Why the way you deliver a message is so important
Understanding the delicacies and nuances of effective message delivery can be critical to your professional and personal reputation. I cannot count the number of times I’ve been offended by the delivery of a message rather than the message itself. So when it’s important that I clearly and accurately articulate a message, I remember these five steps.
Determine the message purpose. Messages are often misconstrued because they are unclear or send mixed meanings. Determine the meaning you want to get across and why you want, or need, to communicate the message. Ask yourself the “what” and “why” when developing your message. If it’s in response to a negative incident or situation, you’ll need to explain what happened, why it happened, and how you’re going to investigate and fix the situation.
Deliver the message effectively. This is the most critical part of crafting a message. Your language, tone and choice of words are crucial to how people will respond. The less room you leave for interpretation, the better off you are. Be clear and direct. Capture the tone of voice you want your message to portray and be consistent. Read your message aloud. Do you sound too angry? Anger tends to breed an aggressive response; so keep that in mind. It may help to write down two or three words about the tone you want to portray before drafting your message. Always remember that your story plus your voice determines your impact.
Anticipate a response; then craft your message accordingly. People are often driven by sentiment and may act as a result of an emotional response rather than a rational one. Think about how people will respond to your message and be prepared to work with emotional reactions from different individuals or groups.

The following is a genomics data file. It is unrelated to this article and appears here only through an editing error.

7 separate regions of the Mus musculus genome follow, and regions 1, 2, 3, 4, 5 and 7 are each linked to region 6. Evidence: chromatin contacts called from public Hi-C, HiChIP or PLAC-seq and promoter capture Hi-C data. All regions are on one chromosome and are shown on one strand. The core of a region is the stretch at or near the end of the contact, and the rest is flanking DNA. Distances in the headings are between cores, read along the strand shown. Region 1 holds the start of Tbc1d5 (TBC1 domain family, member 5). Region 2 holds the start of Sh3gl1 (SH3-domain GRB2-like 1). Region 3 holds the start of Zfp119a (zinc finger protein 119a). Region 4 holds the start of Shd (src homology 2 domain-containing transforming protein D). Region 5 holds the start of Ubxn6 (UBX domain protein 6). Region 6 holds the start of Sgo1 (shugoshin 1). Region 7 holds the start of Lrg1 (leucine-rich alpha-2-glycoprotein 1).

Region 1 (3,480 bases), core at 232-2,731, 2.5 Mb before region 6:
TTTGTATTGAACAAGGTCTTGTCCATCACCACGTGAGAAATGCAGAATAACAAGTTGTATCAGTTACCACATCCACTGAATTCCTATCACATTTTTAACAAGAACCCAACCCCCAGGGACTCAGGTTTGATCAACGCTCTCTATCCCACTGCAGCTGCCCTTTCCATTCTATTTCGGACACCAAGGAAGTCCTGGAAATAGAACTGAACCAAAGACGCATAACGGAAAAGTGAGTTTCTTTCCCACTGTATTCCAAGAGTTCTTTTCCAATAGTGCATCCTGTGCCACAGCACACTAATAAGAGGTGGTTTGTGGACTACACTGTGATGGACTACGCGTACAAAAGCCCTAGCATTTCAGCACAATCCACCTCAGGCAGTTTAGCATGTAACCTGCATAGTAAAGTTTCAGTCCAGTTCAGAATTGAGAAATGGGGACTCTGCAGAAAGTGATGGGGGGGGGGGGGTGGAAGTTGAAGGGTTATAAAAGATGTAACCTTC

Find the right vehicle. How will you deliver your message? A face-to-face communication, where you have more control over your tone of voice, leaves less room for misinterpretation than there is with a written statement. If face-to-face delivery is not possible, think of other ways to effectively reach your audience. Perhaps via traditional media, social media, email correspondence, or a combination of multiple vehicles. Choosing the correct vehicle will help the message be understood in the context you intend.
Look for feedback or a response. Check to make sure your message is understood. Ask questions to those it has affected and evaluate the situation for possible follow up responses. Based on this feedback, you can fine tune and tailor future messages.
Keep these points in mind when crafting your message or just as general tips for every day communication. No matter what type of message you are trying to convey, big or small, the single most important determinate of success is how you communicate your message. Do you have other tips to help deliver a message successfully?
Katelyn Fish is an Account Executive at Lovell Communications. You can view more of Katelyn’s blogs here. Connect with Katelyn at Katelyn@lovell.com, or @katelynfish.
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